More and more young people rely on social media celebs for spiritual guidance. But is it safe? 

“It’s time to expose fakes,” a beauty and fashion YouTuber named Polina Beregova said in a video in July. “I do not want you guys being influenced by someone who doesn’t know what the fuck they’re talking about.”

Beregova, who’s 20, was addressing drama with another lifestyle content creator from YouTube, Marissa Lace, over their competing life-coaching-by-Skype businesses.

Wait, what? That’s right–young people who are unable to afford therapy or are turned off by the stigma are starting to seek guidance from the content creators they follow. Thus YouTubers are the new life coaches–and even the creators themselves have concerns.

YouTube is inundated with young creators talking about food, their friends and relationships and a million other topics. While these videos are often honest and raw, they can feel a little like listening to a self-involved friend going on and on about herself. But viewers love this. They want to feel close to those they admire, and influencers make their living by monetizing that connection.

Beregova charges $80/hour for life coaching by Skype. Lace charges $45 for a half-hour. That might sound expensive, but traditional therapy usually costs at least $100/hour.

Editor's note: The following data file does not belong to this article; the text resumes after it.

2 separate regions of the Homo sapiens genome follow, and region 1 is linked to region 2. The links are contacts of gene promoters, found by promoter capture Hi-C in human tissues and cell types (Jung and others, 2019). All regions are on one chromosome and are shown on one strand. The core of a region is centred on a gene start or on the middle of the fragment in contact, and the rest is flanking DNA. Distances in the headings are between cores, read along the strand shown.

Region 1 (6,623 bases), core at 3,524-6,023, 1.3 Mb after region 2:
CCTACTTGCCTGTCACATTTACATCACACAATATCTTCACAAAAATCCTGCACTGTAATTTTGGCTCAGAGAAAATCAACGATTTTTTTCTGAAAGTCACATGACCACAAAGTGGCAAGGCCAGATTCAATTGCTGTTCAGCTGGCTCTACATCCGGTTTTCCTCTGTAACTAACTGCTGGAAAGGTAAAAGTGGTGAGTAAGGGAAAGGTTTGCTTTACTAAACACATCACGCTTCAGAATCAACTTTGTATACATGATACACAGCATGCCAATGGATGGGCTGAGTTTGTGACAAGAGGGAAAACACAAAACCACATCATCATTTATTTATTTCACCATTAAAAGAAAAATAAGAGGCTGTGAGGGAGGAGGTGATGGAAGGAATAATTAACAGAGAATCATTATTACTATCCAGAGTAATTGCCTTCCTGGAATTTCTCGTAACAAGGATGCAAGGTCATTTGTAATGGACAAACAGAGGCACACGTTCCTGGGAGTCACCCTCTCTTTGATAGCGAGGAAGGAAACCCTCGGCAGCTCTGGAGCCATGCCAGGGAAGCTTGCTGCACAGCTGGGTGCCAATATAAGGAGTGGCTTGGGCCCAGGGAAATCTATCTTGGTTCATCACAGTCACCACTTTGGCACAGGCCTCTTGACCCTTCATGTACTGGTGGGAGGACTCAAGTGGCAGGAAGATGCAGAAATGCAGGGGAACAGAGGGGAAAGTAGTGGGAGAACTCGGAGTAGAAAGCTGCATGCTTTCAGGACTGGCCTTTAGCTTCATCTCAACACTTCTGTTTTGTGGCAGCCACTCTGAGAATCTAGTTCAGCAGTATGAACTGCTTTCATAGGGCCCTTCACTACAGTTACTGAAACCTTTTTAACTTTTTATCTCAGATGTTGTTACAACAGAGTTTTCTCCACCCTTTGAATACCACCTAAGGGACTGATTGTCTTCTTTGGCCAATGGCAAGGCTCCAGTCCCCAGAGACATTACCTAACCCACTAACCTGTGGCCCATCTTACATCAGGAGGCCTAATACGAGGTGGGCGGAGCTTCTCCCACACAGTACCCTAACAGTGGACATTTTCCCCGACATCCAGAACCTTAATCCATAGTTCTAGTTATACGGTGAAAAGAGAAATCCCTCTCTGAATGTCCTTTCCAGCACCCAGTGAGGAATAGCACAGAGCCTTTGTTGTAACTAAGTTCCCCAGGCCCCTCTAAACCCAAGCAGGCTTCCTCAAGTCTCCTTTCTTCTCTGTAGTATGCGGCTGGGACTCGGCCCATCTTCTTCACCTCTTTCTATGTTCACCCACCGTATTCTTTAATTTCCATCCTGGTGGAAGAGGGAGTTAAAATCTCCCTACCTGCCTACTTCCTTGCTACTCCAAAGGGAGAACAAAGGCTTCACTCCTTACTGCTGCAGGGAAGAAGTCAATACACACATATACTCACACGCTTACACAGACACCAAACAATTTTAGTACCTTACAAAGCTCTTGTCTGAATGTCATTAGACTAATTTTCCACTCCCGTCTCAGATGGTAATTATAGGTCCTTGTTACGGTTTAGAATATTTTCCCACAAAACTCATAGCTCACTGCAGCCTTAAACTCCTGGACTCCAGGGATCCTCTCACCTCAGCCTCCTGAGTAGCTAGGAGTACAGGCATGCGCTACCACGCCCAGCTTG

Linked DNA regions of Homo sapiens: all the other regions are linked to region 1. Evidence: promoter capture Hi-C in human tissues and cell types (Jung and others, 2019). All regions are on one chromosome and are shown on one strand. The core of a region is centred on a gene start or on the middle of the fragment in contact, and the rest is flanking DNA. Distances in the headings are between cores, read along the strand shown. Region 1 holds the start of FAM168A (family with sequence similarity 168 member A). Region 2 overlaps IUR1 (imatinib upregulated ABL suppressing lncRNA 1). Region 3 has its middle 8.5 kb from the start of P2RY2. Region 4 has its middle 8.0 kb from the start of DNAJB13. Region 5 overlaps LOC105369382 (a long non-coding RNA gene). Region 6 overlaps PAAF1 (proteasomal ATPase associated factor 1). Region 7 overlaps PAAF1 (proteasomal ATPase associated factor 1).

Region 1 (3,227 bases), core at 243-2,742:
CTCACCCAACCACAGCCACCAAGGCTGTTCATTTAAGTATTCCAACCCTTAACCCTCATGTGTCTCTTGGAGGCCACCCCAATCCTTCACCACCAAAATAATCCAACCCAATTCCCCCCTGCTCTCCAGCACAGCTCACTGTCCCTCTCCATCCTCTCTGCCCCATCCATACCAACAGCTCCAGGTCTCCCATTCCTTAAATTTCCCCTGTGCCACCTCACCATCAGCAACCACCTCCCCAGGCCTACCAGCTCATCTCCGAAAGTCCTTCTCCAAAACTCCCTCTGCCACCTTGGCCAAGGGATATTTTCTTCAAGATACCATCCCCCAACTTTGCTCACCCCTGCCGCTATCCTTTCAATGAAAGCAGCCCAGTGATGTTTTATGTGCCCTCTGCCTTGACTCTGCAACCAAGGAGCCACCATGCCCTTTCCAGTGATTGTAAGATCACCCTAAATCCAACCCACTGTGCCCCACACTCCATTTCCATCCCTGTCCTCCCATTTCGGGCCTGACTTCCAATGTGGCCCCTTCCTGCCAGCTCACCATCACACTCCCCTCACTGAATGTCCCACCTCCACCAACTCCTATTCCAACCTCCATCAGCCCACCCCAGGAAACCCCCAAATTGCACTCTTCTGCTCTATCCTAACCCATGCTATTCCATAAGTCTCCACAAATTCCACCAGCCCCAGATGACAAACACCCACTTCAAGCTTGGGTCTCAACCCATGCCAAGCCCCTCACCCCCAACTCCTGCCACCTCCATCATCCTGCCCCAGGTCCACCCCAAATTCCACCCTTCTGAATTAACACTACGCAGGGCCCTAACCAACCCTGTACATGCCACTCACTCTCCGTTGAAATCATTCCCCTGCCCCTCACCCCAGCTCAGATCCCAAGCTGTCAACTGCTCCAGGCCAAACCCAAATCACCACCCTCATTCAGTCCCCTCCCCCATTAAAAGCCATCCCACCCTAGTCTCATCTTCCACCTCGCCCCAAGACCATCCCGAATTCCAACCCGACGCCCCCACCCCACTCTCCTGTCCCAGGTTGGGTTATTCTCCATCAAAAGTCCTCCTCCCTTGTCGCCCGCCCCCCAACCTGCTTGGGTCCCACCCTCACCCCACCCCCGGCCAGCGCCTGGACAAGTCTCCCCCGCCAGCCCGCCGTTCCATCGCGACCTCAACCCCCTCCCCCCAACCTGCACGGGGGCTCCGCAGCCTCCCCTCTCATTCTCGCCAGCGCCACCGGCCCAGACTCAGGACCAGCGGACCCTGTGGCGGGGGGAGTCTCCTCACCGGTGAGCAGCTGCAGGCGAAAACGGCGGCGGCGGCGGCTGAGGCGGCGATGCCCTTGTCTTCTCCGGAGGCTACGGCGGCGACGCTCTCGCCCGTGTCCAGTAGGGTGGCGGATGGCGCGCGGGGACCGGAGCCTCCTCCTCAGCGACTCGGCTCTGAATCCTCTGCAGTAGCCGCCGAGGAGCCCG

Plus, $80/hour is a small price to pay for a one-on-one conversation with a celebrity. And life coaches on YouTube claim they can help you achieve your wildest career (and personal) goals, which is not a responsibility to take lightly.

Above, a life-coaching video from Polina Beregova. 

So what happens when you pay for advice from someone without experience?

Legally, there’s little danger. Unlike therapists or psychologists, the industry lacks regulation. Sure, there are training courses where aspiring life coaches get certified. But when it comes down to it, pretty much anyone can call themselves a life coach and start charging clients big bucks.

“My 10-year-old could start charging $500 per hour and people would think he’s amazing,” Dr. Jaime Kulaga tells Dose. Kulaga is a certified life coach of over 10 years and is a licensed mental health counselor with a doctorate in counseling psychology. She calls the market of inexperienced, untrained YouTubers offering life coaching a “danger zone.”

“The YouTube generation are people in their 20s without much life experience. You probably wouldn’t go to a doctor with no degree who has only read a few books on medicine,” she says. “That just means they’re good at social media but not good at life coaching you.”

She warns people to not be blinded by followers since numbers don’t denote credibility. Life experience can’t be judged based on age alone either, but it’s important to get advice from someone knowledgeable.

Dr. Erika Martinez, a licensed clinical psychologist in Florida, says YouTubers can give meaningful life advice just as well as the next guy. “But here’s the rub,” she said in a recent email to me. “A lot of coaches practice bad therapy that can do more harm than good.”

Martinez says issues a person has going into coaching can still remain—or return—and therapy is necessary to work through psychological barriers.

Which brings up another point: What are life coaches supposed to do if the conversations get dangerously dark?